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Bikie gangs finding new sources of meth from Afghanistan

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The illicit drug methamphetamine has been smuggled into Australia from Afghanistan at an alarming rate since the Taliban took control, authorities warned today.

Outlaw bikies gangs had been seeking to buy the recreational drug from crime networks in Pakistan and other countries, the Australian Federal Police (AFP) said.

Since 2021, more than 250kg of Afghan-produced methamphetamine, with an estimated street value of $225 million, had been intercepted.

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Last year Australian authorities seized 26kg of Afghan-produced methamphetamine in 19 separate imports alone, the majority destined for New South Wales and hidden inside packages sent through international mail.

Following these successes, global drug rings exporting Afghan-produced methamphetamine to Australia have tried to disguise its origin, the AFP said.

They are now redirecting consignments of the recreational drug through other supply chains in the region.

A new forensic laboratory in Sydney opening today will play a major role to identify drug imports.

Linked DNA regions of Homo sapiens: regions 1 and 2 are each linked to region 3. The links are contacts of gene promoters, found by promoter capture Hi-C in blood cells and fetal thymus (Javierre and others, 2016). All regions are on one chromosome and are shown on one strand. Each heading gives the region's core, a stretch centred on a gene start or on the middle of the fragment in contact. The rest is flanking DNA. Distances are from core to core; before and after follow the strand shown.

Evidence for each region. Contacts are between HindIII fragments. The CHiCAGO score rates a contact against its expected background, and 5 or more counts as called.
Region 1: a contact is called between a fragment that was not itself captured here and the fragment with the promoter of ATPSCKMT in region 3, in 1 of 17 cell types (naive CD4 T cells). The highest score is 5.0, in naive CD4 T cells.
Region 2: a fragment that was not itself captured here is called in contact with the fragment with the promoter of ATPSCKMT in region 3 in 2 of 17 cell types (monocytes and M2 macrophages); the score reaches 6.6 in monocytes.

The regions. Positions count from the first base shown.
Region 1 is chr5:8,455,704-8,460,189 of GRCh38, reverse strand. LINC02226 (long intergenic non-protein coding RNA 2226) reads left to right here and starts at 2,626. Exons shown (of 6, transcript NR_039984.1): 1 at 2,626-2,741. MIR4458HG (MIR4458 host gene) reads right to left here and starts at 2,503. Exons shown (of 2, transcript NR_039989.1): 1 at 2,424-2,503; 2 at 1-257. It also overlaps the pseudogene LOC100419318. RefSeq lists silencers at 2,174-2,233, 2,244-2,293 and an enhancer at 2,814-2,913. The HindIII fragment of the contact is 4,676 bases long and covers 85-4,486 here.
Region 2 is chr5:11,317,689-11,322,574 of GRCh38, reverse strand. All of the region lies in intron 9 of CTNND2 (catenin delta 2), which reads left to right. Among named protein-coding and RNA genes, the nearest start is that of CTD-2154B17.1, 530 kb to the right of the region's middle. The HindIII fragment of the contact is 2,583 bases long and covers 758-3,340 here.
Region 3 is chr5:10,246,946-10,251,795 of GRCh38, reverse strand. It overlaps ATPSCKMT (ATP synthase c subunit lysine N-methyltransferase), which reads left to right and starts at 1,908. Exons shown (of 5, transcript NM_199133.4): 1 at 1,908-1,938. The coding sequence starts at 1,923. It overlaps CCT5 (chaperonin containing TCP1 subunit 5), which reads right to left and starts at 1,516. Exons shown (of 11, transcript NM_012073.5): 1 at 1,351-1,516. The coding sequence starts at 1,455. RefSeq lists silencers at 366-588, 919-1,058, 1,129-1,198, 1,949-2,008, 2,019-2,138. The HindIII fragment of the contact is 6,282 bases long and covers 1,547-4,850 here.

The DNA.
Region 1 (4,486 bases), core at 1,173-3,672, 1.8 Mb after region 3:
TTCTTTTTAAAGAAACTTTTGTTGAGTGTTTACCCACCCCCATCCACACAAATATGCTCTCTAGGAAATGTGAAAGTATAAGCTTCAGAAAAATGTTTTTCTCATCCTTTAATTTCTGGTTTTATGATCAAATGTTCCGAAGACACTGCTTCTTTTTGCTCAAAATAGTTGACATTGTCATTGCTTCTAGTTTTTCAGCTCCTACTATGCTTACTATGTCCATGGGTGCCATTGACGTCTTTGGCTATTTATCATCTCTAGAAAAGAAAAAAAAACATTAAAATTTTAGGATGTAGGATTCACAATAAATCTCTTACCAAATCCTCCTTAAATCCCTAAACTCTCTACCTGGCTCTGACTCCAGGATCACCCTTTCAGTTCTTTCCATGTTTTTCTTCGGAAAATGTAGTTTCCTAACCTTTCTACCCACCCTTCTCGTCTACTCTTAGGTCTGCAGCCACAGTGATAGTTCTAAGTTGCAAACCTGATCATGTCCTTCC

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AFP Assistant Commissioner Stephen Dametto said the facility will help track and disrupt methamphetamine shipments.

"The new AFP forensics facility and equipment will play a major role in the AFP's work to identify these illicit drug imports, such as Afghan-produced methamphetamine, and their origins."

"With many of these illicit drug imports bound for Australia via Sydney, our members in our laboratory will be working to assist our investigators to identify, track and disrupt the criminal groups attempting to import these harmful illicit drugs into our country, and respond to that threat."

Afghanistan is the world's biggest producer of opium which is harvested from poppy plants and used for making heroin.

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After it overthrew the pro-western government in 2021, the Taliban banned the cultivation, production and transportation of illicit drugs.

But Afghan farmers have faced failing harvests causing a major food crisis in the country and have turned to crops of opium as an alternative source of income.



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